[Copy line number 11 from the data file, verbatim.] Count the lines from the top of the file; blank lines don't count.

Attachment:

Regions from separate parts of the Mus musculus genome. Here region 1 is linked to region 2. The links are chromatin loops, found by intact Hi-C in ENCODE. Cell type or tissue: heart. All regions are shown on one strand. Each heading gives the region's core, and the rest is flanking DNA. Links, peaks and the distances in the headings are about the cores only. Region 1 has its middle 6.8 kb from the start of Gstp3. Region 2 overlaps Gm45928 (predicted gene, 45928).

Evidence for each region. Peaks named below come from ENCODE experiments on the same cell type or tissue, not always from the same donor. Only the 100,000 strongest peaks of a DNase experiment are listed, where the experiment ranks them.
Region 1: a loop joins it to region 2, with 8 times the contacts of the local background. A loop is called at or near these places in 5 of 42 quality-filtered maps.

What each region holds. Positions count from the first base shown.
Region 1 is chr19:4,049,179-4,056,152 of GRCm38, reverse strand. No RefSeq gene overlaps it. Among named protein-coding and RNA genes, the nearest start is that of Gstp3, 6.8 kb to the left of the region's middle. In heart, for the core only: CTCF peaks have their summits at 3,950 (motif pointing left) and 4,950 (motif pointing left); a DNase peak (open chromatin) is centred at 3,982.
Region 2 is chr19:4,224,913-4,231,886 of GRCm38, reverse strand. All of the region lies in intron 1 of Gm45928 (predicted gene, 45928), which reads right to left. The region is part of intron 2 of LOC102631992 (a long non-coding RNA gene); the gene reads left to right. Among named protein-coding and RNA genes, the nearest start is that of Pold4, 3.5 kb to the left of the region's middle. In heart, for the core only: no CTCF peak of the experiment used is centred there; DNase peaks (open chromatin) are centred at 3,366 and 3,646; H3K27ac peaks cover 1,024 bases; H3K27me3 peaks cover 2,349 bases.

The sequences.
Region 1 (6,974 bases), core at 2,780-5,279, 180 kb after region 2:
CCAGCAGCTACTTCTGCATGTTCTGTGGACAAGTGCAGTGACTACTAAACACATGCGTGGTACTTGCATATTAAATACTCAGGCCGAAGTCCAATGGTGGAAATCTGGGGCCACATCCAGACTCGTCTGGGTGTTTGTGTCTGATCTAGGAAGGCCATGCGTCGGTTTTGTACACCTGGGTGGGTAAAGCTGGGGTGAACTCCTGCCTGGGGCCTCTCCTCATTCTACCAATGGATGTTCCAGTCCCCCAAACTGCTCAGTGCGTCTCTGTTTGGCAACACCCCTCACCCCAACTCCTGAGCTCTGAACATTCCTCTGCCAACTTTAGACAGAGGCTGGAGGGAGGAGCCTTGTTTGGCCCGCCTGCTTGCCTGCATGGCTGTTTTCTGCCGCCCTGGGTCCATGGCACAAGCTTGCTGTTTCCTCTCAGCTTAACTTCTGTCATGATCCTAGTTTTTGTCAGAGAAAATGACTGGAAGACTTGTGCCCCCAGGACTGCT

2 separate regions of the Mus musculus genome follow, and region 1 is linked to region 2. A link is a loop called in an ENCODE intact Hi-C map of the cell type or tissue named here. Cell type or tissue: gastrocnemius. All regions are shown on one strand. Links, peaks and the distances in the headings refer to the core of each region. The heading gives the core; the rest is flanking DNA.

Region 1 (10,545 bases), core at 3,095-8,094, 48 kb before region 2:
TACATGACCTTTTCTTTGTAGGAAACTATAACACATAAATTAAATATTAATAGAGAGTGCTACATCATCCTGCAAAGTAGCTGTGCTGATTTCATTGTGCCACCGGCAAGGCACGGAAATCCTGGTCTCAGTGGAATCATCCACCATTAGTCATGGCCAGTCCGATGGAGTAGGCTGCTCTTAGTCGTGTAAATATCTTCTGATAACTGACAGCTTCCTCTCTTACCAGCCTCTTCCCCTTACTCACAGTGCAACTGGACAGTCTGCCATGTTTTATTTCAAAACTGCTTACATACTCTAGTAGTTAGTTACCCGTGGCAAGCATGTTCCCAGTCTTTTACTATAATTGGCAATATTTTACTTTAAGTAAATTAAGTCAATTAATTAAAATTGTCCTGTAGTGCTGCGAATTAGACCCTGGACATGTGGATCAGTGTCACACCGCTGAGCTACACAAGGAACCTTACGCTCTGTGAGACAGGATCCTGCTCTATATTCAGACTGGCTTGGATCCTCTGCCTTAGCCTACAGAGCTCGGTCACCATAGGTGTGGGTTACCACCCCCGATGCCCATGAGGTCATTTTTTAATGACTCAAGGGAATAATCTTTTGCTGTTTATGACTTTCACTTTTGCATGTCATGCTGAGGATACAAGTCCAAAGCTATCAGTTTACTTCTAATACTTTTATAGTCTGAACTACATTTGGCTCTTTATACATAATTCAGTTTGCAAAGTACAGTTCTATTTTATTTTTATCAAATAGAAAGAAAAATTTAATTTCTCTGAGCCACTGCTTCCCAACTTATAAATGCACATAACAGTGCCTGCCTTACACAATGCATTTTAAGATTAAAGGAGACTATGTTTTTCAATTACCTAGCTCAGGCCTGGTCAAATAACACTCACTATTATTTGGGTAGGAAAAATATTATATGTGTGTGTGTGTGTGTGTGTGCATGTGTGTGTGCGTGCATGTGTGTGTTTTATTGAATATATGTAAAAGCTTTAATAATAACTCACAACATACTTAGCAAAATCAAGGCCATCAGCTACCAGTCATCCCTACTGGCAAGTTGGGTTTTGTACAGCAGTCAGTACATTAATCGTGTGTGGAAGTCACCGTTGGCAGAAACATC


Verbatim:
Region 1 (10,545 bases), core at 3,095-8,094, 48 kb before region 2: